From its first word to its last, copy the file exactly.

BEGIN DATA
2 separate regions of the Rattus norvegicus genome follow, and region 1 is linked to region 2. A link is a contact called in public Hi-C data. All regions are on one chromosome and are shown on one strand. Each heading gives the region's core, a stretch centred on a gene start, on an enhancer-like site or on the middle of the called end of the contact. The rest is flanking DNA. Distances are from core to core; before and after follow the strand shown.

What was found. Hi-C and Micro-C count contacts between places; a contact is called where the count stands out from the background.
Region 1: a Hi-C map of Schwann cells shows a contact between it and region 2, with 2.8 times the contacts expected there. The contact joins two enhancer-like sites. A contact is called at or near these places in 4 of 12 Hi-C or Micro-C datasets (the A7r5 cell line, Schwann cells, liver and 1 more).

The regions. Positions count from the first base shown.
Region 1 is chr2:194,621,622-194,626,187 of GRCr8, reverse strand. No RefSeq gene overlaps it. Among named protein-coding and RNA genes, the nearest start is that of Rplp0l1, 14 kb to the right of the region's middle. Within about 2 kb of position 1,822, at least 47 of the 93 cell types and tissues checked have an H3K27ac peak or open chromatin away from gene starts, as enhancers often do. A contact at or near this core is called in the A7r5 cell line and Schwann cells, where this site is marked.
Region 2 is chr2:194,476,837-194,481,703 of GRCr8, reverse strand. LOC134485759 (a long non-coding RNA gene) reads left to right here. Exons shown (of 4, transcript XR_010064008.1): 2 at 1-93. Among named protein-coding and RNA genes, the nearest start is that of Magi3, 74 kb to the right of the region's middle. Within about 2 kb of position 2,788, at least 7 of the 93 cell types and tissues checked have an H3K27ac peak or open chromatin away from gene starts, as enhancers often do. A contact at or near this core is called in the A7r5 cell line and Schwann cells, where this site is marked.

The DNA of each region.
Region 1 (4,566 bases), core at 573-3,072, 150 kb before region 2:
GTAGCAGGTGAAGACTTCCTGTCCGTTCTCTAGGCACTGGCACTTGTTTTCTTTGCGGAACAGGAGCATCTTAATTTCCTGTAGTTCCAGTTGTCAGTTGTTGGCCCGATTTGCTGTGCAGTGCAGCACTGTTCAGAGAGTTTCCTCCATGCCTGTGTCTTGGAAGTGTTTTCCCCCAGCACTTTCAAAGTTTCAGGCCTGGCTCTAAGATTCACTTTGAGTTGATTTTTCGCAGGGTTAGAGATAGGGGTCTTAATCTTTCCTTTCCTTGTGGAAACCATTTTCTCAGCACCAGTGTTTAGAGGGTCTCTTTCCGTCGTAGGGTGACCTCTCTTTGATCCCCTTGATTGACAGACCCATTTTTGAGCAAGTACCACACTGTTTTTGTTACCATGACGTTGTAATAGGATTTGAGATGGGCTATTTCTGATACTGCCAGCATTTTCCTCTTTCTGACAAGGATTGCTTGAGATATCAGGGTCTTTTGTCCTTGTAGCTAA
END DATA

2 separate regions of the Rattus norvegicus genome follow, and region 1 is linked to region 2. A link is a contact called in public Hi-C data. All regions are on one chromosome and are shown on one strand. Each heading gives the region's core, a stretch centred on a gene start, on an enhancer-like site or on the middle of the called end of the contact. The rest is flanking DNA. Distances are from core to core; before and after follow the strand shown.

What was found. Hi-C and Micro-C count contacts between places; a contact is called where the count stands out from the background.
Region 1: a Hi-C map of Schwann cells shows a contact between it and region 2, with 2.8 times the contacts expected there. The contact joins two enhancer-like sites. A contact is called at or near these places in 4 of 12 Hi-C or Micro-C datasets (the A7r5 cell line, Schwann cells, liver and 1 more).

The regions. Positions count from the first base shown.
Region 1 is chr2:194,621,622-194,626,187 of GRCr8, reverse strand. No RefSeq gene overlaps it. Among named protein-coding and RNA genes, the nearest start is that of Rplp0l1, 14 kb to the right of the region's middle. Within about 2 kb of position 1,822, at least 47 of the 93 cell types and tissues checked have an H3K27ac peak or open chromatin away from gene starts, as enhancers often do. A contact at or near this core is called in the A7r5 cell line and Schwann cells, where this site is marked.
Region 2 is chr2:194,476,837-194,481,703 of GRCr8, reverse strand. LOC134485759 (a long non-coding RNA gene) reads left to right here. Exons shown (of 4, transcript XR_010064008.1): 2 at 1-93. Among named protein-coding and RNA genes, the nearest start is that of Magi3, 74 kb to the right of the region's middle. Within about 2 kb of position 2,788, at least 7 of the 93 cell types and tissues checked have an H3K27ac peak or open chromatin away from gene starts, as enhancers often do. A contact at or near this core is called in the A7r5 cell line and Schwann cells, where this site is marked.

The DNA of each region.
Region 1 (4,566 bases), core at 573-3,072, 150 kb before region 2:
GTAGCAGGTGAAGACTTCCTGTCCGTTCTCTAGGCACTGGCACTTGTTTTCTTTGCGGAACAGGAGCATCTTAATTTCCTGTAGTTCCAGTTGTCAGTTGTTGGCCCGATTTGCTGTGCAGTGCAGCACTGTTCAGAGAGTTTCCTCCATGCCTGTGTCTTGGAAGTGTTTTCCCCCAGCACTTTCAAAGTTTCAGGCCTGGCTCTAAGATTCACTTTGAGTTGATTTTTCGCAGGGTTAGAGATAGGGGTCTTAATCTTTCCTTTCCTTGTGGAAACCATTTTCTCAGCACCAGTGTTTAGAGGGTCTCTTTCCGTCGTAGGGTGACCTCTCTTTGATCCCCTTGATTGACAGACCCATTTTTGAGCAAGTACCACACTGTTTTTGTTACCATGACGTTGTAATAGGATTTGAGATGGGCTATTTCTGATACTGCCAGCATTTTCCTCTTTCTGACAAGGATTGCTTGAGATATCAGGGTCTTTTGTCCTTGTAGCTAA